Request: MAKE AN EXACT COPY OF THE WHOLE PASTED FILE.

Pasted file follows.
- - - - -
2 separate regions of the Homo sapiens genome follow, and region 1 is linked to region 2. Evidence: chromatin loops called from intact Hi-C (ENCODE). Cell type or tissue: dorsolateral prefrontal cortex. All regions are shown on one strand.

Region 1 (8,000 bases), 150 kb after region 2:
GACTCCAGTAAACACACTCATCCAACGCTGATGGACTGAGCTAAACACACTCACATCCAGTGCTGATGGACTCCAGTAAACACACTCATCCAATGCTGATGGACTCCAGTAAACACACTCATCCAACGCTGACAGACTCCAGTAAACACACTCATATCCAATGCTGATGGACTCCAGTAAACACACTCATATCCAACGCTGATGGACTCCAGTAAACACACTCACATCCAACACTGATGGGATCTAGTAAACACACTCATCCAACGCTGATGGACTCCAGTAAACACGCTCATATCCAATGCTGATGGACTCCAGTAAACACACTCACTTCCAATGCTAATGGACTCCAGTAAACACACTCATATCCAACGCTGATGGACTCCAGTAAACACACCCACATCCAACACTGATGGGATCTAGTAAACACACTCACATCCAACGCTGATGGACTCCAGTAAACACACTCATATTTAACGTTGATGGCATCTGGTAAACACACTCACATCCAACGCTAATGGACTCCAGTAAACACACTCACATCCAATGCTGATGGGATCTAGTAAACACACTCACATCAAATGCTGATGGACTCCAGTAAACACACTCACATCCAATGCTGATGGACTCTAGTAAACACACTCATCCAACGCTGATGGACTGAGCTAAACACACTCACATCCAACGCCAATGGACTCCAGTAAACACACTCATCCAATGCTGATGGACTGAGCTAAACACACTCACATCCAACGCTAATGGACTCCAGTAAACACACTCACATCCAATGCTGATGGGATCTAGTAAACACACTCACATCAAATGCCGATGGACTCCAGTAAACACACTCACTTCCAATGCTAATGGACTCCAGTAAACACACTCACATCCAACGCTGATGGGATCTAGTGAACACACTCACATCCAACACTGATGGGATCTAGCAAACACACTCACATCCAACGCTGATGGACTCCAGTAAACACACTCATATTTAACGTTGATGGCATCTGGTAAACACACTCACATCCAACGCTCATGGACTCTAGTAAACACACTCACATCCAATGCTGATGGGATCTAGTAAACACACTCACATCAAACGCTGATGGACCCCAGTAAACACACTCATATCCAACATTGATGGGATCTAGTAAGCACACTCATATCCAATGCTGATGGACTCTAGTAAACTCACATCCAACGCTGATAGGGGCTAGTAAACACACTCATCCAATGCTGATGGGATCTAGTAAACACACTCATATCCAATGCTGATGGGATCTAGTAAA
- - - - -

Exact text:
2 separate regions of the Homo sapiens genome follow, and region 1 is linked to region 2. Evidence: chromatin loops called from intact Hi-C (ENCODE). Cell type or tissue: dorsolateral prefrontal cortex. All regions are shown on one strand.

Region 1 (8,000 bases), 150 kb after region 2:
GACTCCAGTAAACACACTCATCCAACGCTGATGGACTGAGCTAAACACACTCACATCCAGTGCTGATGGACTCCAGTAAACACACTCATCCAATGCTGATGGACTCCAGTAAACACACTCATCCAACGCTGACAGACTCCAGTAAACACACTCATATCCAATGCTGATGGACTCCAGTAAACACACTCATATCCAACGCTGATGGACTCCAGTAAACACACTCACATCCAACACTGATGGGATCTAGTAAACACACTCATCCAACGCTGATGGACTCCAGTAAACACGCTCATATCCAATGCTGATGGACTCCAGTAAACACACTCACTTCCAATGCTAATGGACTCCAGTAAACACACTCATATCCAACGCTGATGGACTCCAGTAAACACACCCACATCCAACACTGATGGGATCTAGTAAACACACTCACATCCAACGCTGATGGACTCCAGTAAACACACTCATATTTAACGTTGATGGCATCTGGTAAACACACTCACATCCAACGCTAATGGACTCCAGTAAACACACTCACATCCAATGCTGATGGGATCTAGTAAACACACTCACATCAAATGCTGATGGACTCCAGTAAACACACTCACATCCAATGCTGATGGACTCTAGTAAACACACTCATCCAACGCTGATGGACTGAGCTAAACACACTCACATCCAACGCCAATGGACTCCAGTAAACACACTCATCCAATGCTGATGGACTGAGCTAAACACACTCACATCCAACGCTAATGGACTCCAGTAAACACACTCACATCCAATGCTGATGGGATCTAGTAAACACACTCACATCAAATGCCGATGGACTCCAGTAAACACACTCACTTCCAATGCTAATGGACTCCAGTAAACACACTCACATCCAACGCTGATGGGATCTAGTGAACACACTCACATCCAACACTGATGGGATCTAGCAAACACACTCACATCCAACGCTGATGGACTCCAGTAAACACACTCATATTTAACGTTGATGGCATCTGGTAAACACACTCACATCCAACGCTCATGGACTCTAGTAAACACACTCACATCCAATGCTGATGGGATCTAGTAAACACACTCACATCAAACGCTGATGGACCCCAGTAAACACACTCATATCCAACATTGATGGGATCTAGTAAGCACACTCATATCCAATGCTGATGGACTCTAGTAAACTCACATCCAACGCTGATAGGGGCTAGTAAACACACTCATCCAATGCTGATGGGATCTAGTAAACACACTCATATCCAATGCTGATGGGATCTAGTAAA